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I don’t usually see horror movies opening week, but a post-apocalyptic monster movie? I'm an easy mark. A Quiet Place, John Krasinski's (the American The Office) directorial debut, combines all the sub-genres that I'll happily throw money at.
The film not only meets the standard expectations for a modern monster movie, it goes in a bold new direction – one that could have easily backfired. Overall, the film contains almost no spoken dialogue.
You see, as the "If they hear you, they hunt you" tagline suggests, the creatures in the movie hunt based on sound rather than sight. The film follows the daily routines of a presumably midwestern American family trying to get by on their secluded farm, after the mass appearance of highly lethal creatures that kill anything that makes noise.
The eldest daughter of the family is deaf; meaning each of them can communicate using American Sign Language. On screen, this is assisted via subtitles. This lack of spoken dialogue allows the movie to really emphasise all the other sounds in the film, which as you might guess, really lends itself to the horror genre.
The Little Things
A lot of people liked this film, and some thought it was just another monster flick. For me personally, something I was really impressed with was the world building and detail that went into telling this story. So much was intentionally left unsaid, but visual clues were everywhere that really helped make this world and its dreadful situation seem real.
The most obvious is the workshop of the father character Lee, played by Krasinski. The centrepiece of this set shows his whiteboard, which contains brainstorms and various ideas/facts he has learned about the creatures. You can go even deeper than this, as all around his workspace are an abundance of newspaper clippings which, if you look at carefully, explain the origin of the creatures, despite this never being addressed in the film.
The writers really thought about this world and the lengths the characters would need to go to in order to survive. When they raid a supermarket for supplies, all the loud snacks are left untouched. When walking in their home, select floorboards have been painted to designate which ones won't creak. When the family eats, they don’t use cutlery or plates of any sort. Some of these features of the story are made plainly obvious, whereas others are very subtle, but each one builds on the other, crafting a world where sound is the enemy.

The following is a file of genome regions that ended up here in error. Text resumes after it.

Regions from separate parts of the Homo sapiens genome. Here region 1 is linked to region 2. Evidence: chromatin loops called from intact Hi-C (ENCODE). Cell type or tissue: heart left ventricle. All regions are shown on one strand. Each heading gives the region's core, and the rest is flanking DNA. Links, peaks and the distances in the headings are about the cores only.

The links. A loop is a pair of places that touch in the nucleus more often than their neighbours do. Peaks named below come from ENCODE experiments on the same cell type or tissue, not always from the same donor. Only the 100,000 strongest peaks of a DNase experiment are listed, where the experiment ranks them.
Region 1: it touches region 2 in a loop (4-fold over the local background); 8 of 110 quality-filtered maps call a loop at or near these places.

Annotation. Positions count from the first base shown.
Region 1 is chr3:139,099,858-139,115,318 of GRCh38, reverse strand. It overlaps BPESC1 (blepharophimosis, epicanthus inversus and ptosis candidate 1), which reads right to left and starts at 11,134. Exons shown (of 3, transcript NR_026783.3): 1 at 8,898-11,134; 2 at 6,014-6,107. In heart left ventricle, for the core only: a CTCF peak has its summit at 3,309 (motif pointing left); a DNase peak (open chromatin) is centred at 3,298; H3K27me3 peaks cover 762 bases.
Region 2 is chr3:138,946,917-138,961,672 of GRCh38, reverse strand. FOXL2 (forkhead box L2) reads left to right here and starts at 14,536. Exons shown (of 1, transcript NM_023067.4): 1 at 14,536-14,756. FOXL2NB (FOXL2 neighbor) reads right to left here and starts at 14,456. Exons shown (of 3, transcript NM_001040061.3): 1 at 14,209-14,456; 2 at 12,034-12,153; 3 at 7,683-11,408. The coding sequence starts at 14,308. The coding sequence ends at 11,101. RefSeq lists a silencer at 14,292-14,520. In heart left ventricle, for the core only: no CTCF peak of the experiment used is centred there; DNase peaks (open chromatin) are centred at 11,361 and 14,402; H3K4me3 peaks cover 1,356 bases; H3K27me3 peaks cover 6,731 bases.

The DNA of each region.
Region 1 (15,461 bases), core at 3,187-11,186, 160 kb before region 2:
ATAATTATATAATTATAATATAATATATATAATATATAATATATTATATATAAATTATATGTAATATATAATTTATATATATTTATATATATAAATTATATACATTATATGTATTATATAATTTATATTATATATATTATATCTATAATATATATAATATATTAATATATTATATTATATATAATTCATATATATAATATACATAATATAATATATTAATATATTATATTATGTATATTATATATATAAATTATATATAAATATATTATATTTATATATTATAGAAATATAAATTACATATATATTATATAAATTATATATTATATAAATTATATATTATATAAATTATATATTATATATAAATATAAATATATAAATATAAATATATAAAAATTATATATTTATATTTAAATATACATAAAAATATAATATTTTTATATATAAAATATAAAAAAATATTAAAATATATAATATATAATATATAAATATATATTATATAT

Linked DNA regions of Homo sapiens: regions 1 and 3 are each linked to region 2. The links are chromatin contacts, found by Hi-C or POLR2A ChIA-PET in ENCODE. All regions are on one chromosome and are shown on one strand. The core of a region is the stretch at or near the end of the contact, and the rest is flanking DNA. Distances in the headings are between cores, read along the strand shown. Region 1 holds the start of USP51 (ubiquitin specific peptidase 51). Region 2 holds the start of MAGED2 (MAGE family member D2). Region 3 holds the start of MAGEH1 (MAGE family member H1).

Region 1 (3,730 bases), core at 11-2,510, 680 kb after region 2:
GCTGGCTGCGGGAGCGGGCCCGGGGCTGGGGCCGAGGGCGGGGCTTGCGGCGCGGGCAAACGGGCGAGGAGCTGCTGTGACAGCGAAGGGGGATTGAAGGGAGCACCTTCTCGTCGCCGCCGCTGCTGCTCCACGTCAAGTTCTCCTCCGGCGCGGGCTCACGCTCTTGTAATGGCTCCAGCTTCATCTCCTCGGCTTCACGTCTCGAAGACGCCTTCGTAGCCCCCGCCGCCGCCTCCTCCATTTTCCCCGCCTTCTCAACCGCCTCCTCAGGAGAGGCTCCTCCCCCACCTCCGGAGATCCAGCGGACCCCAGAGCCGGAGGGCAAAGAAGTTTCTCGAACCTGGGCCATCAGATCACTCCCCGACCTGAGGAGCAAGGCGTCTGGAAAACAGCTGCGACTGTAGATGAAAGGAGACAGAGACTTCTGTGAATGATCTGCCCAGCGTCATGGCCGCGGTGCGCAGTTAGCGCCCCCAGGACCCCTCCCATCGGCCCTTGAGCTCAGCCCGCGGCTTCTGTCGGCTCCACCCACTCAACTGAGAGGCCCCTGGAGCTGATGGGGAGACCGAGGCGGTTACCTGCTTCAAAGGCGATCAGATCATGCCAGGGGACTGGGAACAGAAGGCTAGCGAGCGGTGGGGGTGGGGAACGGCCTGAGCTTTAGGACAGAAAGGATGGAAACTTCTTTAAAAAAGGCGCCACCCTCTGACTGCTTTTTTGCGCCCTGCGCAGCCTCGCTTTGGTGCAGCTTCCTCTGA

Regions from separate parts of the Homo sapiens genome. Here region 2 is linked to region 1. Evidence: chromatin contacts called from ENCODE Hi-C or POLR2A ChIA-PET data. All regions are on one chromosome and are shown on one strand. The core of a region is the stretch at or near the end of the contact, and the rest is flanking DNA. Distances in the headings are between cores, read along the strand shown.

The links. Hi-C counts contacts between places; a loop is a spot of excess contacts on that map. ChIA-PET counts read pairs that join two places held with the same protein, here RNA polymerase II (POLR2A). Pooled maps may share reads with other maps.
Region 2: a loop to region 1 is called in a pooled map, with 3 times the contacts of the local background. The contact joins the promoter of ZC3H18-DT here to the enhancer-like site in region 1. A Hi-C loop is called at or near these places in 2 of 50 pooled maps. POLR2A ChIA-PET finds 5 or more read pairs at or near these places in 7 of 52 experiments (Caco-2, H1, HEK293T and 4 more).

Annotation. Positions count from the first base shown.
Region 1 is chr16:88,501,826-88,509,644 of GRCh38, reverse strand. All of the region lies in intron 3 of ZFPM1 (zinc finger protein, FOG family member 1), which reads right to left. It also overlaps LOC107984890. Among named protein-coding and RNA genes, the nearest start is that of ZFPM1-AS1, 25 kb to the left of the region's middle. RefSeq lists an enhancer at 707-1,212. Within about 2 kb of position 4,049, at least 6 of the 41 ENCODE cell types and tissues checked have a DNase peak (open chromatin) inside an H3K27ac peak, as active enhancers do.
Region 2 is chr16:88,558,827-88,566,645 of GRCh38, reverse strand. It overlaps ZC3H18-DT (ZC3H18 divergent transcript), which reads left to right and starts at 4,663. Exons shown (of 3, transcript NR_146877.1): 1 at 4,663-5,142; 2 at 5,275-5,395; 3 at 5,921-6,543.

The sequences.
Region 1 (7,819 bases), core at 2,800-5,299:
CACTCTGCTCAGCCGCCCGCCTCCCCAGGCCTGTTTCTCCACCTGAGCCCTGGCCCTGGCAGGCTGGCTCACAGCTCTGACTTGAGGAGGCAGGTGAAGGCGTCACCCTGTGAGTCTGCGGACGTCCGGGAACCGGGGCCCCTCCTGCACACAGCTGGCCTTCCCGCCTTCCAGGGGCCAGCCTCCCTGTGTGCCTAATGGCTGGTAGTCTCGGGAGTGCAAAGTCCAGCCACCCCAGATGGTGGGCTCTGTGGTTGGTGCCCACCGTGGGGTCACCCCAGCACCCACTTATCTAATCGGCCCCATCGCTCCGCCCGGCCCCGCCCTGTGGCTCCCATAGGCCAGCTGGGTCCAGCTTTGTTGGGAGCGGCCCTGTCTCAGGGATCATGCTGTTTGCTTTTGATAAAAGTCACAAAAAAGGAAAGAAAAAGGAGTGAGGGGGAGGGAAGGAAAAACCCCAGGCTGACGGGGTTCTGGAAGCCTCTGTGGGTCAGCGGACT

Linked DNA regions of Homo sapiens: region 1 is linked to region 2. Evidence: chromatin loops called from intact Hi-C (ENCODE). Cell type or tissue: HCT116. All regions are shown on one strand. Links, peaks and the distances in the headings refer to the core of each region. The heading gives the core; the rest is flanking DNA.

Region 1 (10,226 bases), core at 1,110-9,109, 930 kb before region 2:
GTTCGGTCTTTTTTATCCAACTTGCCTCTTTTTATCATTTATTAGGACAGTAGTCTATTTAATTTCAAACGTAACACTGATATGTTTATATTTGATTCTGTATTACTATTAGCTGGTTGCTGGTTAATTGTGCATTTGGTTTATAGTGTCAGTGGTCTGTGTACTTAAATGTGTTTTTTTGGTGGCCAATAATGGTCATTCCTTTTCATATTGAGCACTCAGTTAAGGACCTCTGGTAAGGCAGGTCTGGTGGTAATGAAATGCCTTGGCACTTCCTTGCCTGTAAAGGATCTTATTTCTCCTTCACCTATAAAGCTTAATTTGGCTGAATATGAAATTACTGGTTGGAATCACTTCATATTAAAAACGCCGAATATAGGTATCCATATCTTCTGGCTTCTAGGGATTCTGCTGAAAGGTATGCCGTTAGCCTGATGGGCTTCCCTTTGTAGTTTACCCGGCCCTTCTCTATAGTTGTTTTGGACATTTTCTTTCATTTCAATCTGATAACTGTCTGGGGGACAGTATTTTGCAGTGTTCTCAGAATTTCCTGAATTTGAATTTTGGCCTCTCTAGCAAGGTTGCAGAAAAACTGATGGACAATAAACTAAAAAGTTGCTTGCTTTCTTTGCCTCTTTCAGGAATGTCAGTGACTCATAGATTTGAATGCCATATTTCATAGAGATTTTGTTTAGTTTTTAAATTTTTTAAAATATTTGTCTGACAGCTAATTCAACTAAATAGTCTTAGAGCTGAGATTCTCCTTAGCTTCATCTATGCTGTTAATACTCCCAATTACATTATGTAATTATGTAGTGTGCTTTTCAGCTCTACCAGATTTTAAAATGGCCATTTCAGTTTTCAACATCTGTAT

Small Budget, More Than Makes The Most Of It
For a film with a budget of roughly 20 million dollars, A Quiet Place makes use of every single penny. Settings are minimal, but masterfully crafted and detailed. The story itself is as simple as the locations are spartan: It's just a daily grind for these people, until something goes wrong of course.
The lion’s share of the money went on the creatures, rendered almost entirely in CGI. According to reports, the monsters were not edited in until near the end of production. Normally, this would have me raising an eyebrow, but once you see them, or more importantly, see the way they move, you'll understand. The production team spent most of filming trying to get the way the creatures looked just right. The end result is very pleasing. Even if you aren’t scared easily by movie monsters, the way the things move is delightfully unsettling—and above all else, predatory. The film really plays on that primal fear buried in us all of whippet-fast carnivores, a reminder of when man’s greatest enemy was the wolf and the lion.
Good Performances All Round
I tend to avoid child actor heavy films—not because children annoy me; they usually just can't carry a role of substance. Half the cast in this movie consists of young children, and I have to say I was very impressed. Millicent Simmonds was fantastic as the family’s deaf daughter (interesting side note, she is deaf herself in real life) and the choice of Emily Blunt (The Devil Wears Prada, Edge of Tomorrow) as Evelyn, the mother of the family, was another solid choice.
Emily Blunt is John Krasinski's real-life spouse, with the two having recently had a child in 2016. In a film that is inherently about the lengths you'll go to for your family and to protect your children, this choice of casting really helps breathe real life into the performance.
Leaves You With Questions
Like any good story, the film leaves you wanting more, which I think is not only down to the story itself and the way it concludes, but again, all those clues peppered about the film. By the end, you have so many questions—and ideas of your own—that you can't help but want a second movie, which is more or less confirmed at this stage.
While I'm not sure if this film could (or necessarily should) be franchised, given how unique the storytelling style is in this initial movie, I'd still pay to see another; perhaps exploring a less ideal setting than the isolated farm used in this film.
Either way, if you like any of the vast sub-genres related to monsters or apocalypse scenarios, then this is a film for you.